It looks like the Social Science Research Network will be a private, independent company no longer. "Publishing giant" Elsevier has "snapped up" the company for "an undisclosed sum." A publishing consultant framed Elsevier's strategy as follows: "The positioning is well thought out: lock up revenues to the legacy publishing business, move into areas where piracy is not much of an issue, create deeper relationships with researchers and become more and more essential to researchers even as librarians become less so.” The acquisition follows Elsevier's purchase of Mendeley, a sciences-oriented research sharing site, three years ago. That purchase did stir concerns in the scientific community -- e.g., "When the Rebel Alliance Sells Out."
This is relatively big news in our neck of the woods, if only because SSRN seemed like it enjoyed its independence. In 2006, I asked Gregg Gordon if SSRN would ever sell itself to a larger corporation. His answer:
As for a future sale, other than myself, the shareholders are academics. They have invested their own money and time into SSRN with the goal of changing how research is distributed, value their reputations and relationships within the scholarly community, and would not risk them by selling in a manner that would jeopardize our central goal. Our intention is to never sell, but it is hard to guarantee that.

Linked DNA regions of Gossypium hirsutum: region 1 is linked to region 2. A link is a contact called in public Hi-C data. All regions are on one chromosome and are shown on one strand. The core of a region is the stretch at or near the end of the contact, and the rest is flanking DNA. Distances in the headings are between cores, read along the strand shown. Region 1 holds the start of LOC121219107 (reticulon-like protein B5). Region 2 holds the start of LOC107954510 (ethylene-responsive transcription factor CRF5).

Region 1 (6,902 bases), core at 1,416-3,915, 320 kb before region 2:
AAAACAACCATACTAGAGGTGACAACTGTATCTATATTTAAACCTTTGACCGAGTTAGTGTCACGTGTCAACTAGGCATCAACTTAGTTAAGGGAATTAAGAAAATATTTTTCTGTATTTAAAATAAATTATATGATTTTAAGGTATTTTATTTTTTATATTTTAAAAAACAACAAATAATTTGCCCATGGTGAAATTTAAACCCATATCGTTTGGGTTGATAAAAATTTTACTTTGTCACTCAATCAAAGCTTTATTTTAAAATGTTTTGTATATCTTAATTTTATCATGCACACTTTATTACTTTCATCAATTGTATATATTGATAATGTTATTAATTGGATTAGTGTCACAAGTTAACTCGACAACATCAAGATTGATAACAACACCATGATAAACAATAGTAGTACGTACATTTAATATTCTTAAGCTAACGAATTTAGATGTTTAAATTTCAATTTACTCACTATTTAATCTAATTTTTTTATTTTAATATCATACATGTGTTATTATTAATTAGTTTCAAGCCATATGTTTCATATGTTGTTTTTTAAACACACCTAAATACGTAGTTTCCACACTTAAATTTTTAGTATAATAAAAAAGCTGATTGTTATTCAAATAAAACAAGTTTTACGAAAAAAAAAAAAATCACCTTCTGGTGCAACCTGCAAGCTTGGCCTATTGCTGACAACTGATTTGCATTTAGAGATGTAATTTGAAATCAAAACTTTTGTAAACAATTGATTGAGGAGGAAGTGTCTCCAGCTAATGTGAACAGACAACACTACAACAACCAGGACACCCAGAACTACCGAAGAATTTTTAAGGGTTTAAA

One question that leaps to mind: will the policy of free uploads and downloads continue? In his post on the acquisition, Gordon states: "SSRN will continue to enable users to 'submit for free and download for free.' For SSRN users, you are assured that our ethos will remain intact." Chairman Michael Jensen posted these thoughts about the effects of the ownership change:
We realize that this change may create some concerns about the intentions of a legacy publisher acquiring an open-access working paper repository. I shared this concern. But after much discussion about this matter and others in determining if Mendeley and Elsevier would be a good home for SSRN, I am convinced that they would be good stewards of our mission. And our copyright policies are not in conflict -- our policy has always been to host only papers that do not infringe on copyrights. I expect we will have some conflicts as we align our interests, but I believe those will be surmountable.
One change that is plausibly on the horizon: a crackdown on published papers posted to SSRN, especially if Elsevier is the publisher! There was noise about Elsevier cracking down on published papers in 2013. I think SSRN has been relatively "don't ask, don't tell" on this issue. But perhaps there will now be an effort to cleanse the repository of published papers for which the author does not hold sole copyright. If that happens, I think you will see some norms changing in how law profs interact with SSRN.
And some real concern on Twitter:
SSRN has been one of the real treasures of the open Web. Sale to Elsevier seems like disastrous news. https://t.co/XZ6z5xvXzH— James Surowiecki (@JamesSurowiecki) May 17, 2016
Terrible news that Elsevier—who profit from limiting access to research—have acquired open access archive SSRN. pic.twitter.com/avIM0GyqLw— Justin Wolfers (@JustinWolfers) May 17, 2016